2) Does the HRM works, show your heart beats (constantly without losing) in swimming pool and in open sea ? So I assume that the heart strap also water proof.
many thanks Tri-ing
1) No, unfortunately not. It’s not meant to be used as a day to day watch.
2) No, the HR won’t transmit through water more than an inch or so. The HR strap is waterproof itself though.
If you really want to display the time in a larger size, you can set one of the run screens, for example, to display only the time of day. But, there is no option to display the date.
Hey Ray, great reviews. I’ve spent hours trawling through them the last few days.
I note that this watch is now 5 years old, significantly older than most of its competitors. Is it worth looking at something newer? Or waiting a bit? Or is all the tech and functionality still on par with the newer units?
I actually wanted something a bit simpler, started looking at a F15 ($168 on Amazon), primarily for running (but I am training for Tri) but at the prices these things are going for this watch keeps popping up ($168 including the premium HRM on Amazon).
It’s still a solid watch, though, the Ambit 2S is at $219 and has indoor swim support – so it’s really the one I’d recommend if you can. Plus, it looks a bit cleaner.
If you’re looking at the FR15 lineup then that’s more of a running watch and not so great for tri’s. Just my two cents.
hello!i bought 310XT few days ago and when i want to set up my user profile i only got:gender,age,weight,height and lifetime athlete but no activity class chart.anyone know why?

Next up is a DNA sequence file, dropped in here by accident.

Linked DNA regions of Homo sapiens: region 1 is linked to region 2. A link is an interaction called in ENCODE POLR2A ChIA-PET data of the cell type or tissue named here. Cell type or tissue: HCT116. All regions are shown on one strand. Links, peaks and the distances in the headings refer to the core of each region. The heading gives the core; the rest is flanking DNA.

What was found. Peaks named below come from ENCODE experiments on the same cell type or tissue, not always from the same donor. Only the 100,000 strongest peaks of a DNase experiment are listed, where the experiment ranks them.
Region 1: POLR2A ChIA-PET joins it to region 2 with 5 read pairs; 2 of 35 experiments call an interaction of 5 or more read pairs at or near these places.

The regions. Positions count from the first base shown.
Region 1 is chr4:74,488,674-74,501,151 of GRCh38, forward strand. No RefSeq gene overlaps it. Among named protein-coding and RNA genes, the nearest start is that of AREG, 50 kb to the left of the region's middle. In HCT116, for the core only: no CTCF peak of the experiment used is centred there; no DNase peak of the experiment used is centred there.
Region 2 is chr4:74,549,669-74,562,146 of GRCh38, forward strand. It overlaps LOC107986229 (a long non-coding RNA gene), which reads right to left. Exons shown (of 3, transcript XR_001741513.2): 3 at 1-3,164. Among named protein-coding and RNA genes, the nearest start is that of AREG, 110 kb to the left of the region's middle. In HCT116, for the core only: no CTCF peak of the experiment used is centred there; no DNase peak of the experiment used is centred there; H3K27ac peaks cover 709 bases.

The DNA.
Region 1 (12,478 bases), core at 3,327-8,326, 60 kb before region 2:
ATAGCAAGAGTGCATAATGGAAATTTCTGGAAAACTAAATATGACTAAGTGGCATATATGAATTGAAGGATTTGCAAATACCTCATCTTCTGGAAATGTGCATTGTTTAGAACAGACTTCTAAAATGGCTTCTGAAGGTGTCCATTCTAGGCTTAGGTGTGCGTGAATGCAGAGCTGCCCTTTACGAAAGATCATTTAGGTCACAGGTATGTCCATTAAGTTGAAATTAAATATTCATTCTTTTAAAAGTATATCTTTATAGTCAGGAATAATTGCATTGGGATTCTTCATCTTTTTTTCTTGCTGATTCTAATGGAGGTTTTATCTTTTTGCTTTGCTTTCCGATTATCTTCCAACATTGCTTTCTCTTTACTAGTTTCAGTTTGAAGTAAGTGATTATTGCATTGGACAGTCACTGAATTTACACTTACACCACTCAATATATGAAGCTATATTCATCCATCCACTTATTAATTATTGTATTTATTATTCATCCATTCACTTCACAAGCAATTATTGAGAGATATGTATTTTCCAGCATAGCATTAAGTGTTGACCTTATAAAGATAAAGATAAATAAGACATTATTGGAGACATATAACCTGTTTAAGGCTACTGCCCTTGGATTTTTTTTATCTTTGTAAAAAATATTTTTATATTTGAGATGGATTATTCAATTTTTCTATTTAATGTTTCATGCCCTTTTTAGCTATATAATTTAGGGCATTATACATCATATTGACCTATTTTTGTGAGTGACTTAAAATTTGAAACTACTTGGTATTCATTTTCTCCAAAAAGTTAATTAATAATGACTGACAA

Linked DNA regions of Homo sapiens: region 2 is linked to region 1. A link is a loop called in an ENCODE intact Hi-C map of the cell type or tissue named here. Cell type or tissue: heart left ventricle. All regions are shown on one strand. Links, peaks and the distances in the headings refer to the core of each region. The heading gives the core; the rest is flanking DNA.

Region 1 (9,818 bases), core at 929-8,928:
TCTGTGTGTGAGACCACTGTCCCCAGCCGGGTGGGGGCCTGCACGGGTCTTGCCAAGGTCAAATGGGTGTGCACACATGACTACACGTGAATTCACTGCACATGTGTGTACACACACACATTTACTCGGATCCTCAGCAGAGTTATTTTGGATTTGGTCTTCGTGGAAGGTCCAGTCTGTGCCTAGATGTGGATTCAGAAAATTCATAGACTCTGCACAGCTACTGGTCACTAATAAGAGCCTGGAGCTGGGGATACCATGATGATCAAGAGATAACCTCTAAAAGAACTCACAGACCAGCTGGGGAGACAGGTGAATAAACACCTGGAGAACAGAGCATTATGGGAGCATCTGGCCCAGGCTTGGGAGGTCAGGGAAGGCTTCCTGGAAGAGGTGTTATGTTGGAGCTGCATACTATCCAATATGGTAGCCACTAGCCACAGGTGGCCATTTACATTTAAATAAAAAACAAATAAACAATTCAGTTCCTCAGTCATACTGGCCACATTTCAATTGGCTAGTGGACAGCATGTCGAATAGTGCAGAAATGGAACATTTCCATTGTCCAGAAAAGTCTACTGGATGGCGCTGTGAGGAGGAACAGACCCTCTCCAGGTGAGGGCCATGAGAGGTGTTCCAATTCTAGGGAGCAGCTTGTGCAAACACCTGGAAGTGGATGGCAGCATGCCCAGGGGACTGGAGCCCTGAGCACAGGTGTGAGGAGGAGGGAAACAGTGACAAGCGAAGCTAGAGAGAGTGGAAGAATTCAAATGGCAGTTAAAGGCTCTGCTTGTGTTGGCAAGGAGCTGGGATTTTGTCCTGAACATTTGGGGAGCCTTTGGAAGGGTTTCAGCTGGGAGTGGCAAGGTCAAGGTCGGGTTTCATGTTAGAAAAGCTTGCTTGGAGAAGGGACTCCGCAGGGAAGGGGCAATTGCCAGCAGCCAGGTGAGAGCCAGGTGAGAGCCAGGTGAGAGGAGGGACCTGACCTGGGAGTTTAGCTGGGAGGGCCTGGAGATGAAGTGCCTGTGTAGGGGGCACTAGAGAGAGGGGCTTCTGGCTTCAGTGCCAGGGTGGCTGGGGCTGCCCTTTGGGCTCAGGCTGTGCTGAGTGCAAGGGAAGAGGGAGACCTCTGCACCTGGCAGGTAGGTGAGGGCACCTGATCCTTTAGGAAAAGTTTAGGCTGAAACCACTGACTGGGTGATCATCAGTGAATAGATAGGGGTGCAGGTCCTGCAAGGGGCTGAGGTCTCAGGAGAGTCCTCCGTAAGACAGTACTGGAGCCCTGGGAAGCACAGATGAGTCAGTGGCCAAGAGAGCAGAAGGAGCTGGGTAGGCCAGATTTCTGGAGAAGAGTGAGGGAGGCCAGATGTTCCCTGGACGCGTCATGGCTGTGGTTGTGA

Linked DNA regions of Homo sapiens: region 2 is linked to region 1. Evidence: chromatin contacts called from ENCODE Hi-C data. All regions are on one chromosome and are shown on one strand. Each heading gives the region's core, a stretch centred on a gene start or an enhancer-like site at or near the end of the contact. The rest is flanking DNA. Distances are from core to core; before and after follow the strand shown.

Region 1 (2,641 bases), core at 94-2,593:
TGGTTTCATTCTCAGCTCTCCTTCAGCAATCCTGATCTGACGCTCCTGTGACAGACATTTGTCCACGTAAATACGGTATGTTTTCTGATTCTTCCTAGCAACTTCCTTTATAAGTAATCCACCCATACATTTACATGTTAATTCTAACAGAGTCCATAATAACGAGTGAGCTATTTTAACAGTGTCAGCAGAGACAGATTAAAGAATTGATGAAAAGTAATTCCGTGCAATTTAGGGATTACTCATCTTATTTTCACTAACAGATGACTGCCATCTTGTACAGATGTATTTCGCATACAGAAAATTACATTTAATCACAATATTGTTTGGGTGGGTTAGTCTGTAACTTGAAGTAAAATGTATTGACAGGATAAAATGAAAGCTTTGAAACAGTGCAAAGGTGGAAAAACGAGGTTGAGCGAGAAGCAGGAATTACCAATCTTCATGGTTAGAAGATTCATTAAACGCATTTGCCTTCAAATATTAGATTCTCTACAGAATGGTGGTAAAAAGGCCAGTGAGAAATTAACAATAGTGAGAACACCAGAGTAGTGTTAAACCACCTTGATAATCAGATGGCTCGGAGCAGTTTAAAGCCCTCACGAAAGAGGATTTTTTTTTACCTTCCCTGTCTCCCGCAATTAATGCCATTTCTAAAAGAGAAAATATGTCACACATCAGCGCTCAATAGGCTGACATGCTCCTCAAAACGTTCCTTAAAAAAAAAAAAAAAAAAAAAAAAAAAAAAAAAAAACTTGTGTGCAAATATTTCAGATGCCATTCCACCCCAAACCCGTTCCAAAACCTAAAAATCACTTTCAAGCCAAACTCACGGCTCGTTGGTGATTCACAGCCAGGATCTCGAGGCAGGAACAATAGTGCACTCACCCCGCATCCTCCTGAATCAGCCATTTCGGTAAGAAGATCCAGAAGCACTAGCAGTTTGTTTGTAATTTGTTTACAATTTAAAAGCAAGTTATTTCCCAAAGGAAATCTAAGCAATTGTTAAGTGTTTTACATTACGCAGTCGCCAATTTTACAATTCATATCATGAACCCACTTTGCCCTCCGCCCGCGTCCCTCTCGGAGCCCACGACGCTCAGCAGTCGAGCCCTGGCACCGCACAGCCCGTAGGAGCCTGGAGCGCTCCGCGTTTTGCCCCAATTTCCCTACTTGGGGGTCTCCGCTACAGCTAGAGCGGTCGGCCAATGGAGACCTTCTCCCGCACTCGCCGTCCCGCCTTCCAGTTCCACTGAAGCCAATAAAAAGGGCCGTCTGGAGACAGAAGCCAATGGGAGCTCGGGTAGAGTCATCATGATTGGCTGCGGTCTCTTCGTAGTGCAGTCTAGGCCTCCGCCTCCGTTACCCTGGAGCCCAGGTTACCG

That confused me too. But I figured out the “activity class” can actually be set after you set up your Garmin Connect account. It is in the personal information setup screen.
As far as I know, the Activity Class was removed from the Menu in the latest firmware updates, the 310xt calculate the activity class based on the history of real workouts
Great review. I have a question about the function of this 310XT. I am looking at purchasing this for a training tool as I race motocross. I am looking for a device that can track all of the info this watch can, but I would also like to see real-time lap times. Does this watch have a function that it will “hold” your previous lap time for a certain amount of time. For example once I would set a lap point on a track, every lap I would pass that point I would like to be able to glance down and see what my lap time was, like a split timer. That way I can see real time if I were faster or slower than my “fastest lap.” Thanks for the help.
Yup, you can set the ‘Last Lap’ time/option. And then for your laps, you can use ‘Lap by position’, which means that as you pass a specific position it would automatically trigger that.